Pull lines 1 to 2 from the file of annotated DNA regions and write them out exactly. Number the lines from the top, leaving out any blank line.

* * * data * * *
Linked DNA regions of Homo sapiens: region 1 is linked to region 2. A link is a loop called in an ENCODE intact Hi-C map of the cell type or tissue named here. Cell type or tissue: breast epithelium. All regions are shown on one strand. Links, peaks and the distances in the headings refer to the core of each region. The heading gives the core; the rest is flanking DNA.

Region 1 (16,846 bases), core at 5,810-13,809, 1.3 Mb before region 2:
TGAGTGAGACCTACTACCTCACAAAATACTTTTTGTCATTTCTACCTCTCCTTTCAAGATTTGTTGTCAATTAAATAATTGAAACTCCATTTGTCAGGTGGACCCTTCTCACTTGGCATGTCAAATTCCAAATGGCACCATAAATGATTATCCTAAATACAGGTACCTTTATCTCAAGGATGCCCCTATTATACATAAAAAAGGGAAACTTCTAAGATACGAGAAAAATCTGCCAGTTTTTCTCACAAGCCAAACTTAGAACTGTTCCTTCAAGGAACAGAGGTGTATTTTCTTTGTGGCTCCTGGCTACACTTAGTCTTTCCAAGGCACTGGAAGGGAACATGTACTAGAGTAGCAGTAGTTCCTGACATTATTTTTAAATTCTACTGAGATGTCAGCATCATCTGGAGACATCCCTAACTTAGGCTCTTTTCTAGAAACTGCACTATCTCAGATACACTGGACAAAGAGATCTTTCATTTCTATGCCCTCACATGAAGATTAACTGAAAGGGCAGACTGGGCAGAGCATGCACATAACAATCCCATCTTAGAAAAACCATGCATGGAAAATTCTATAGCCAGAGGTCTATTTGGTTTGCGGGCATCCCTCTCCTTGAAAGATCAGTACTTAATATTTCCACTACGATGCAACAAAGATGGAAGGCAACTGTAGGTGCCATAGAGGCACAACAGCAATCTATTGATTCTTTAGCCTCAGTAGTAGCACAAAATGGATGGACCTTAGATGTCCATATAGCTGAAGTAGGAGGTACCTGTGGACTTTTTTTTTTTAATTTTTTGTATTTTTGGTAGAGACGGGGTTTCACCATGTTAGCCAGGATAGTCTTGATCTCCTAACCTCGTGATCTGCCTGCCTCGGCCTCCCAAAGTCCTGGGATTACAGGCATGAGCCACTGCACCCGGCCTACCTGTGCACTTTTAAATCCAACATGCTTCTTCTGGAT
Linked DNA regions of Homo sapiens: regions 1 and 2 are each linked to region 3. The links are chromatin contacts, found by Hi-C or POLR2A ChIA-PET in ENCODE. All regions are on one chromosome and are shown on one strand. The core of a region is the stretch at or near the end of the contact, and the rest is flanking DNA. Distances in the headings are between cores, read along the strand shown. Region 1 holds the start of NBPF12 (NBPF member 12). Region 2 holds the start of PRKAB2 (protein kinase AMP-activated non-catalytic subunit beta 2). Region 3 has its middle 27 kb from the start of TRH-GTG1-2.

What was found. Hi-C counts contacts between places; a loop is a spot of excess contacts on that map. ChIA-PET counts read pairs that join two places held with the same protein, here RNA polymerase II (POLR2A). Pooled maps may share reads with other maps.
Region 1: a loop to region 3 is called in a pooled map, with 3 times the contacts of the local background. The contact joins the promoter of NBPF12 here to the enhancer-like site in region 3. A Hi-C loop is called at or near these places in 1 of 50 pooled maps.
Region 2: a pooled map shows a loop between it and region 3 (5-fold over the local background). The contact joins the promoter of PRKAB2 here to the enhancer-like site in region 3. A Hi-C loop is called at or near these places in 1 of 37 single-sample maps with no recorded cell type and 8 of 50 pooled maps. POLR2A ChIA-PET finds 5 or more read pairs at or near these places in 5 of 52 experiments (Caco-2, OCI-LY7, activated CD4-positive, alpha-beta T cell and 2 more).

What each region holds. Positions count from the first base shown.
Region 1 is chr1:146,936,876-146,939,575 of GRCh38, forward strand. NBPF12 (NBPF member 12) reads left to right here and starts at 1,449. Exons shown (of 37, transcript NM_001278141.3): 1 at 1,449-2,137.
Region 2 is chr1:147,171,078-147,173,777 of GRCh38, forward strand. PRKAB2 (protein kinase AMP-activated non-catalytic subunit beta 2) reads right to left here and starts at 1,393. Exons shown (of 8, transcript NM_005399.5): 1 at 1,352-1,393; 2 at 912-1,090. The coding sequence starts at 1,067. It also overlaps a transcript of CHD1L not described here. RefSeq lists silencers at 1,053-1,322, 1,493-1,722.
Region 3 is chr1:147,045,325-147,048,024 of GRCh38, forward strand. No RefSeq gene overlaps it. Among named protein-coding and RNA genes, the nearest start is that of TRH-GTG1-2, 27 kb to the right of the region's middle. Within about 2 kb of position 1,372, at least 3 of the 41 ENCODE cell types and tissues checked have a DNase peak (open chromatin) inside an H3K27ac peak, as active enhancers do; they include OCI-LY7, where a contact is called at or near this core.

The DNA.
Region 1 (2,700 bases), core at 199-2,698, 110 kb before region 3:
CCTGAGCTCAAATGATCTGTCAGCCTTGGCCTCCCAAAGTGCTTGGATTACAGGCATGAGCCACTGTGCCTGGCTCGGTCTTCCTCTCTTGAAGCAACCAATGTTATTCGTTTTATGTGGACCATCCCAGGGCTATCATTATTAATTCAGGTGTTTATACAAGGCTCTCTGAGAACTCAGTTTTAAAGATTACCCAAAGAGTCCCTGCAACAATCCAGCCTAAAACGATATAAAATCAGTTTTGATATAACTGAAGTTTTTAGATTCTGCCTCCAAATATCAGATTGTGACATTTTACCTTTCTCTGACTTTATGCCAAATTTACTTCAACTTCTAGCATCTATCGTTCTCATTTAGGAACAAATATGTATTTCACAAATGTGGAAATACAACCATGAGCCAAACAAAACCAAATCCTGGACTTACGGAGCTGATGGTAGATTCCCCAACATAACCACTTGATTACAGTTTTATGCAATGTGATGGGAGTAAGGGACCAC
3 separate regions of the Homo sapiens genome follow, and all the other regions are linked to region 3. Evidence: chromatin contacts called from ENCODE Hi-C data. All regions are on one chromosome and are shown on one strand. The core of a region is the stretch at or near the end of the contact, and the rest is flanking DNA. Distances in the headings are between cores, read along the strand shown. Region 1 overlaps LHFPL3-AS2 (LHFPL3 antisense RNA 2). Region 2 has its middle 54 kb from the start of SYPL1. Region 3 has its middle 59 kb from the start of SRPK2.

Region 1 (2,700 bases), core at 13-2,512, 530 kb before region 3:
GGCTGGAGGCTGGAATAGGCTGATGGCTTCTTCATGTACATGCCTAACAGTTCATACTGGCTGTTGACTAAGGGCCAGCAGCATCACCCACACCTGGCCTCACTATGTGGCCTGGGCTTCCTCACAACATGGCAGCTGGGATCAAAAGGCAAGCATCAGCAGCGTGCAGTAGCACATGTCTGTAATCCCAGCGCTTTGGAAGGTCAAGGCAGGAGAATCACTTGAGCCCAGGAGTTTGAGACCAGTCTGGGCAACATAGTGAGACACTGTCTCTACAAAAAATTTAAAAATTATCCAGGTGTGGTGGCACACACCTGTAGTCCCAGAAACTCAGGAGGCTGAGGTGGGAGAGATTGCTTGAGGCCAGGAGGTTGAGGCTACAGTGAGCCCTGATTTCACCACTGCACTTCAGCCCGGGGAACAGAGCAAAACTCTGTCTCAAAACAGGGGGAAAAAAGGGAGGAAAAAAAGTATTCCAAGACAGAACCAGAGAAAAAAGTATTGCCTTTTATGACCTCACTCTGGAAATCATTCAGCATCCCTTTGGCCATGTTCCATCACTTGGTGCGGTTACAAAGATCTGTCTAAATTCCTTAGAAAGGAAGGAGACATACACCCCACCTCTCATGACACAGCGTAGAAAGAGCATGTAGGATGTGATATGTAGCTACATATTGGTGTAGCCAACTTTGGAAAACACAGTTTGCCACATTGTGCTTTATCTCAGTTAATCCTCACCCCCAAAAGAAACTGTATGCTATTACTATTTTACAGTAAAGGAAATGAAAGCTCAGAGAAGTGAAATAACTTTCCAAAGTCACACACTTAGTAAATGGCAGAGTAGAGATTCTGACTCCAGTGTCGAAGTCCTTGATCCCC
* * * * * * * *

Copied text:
Linked DNA regions of Homo sapiens: region 1 is linked to region 2. A link is a loop called in an ENCODE intact Hi-C map of the cell type or tissue named here. Cell type or tissue: breast epithelium. All regions are shown on one strand. Links, peaks and the distances in the headings refer to the core of each region. The heading gives the core; the rest is flanking DNA.

Region 1 (16,846 bases), core at 5,810-13,809, 1.3 Mb before region 2: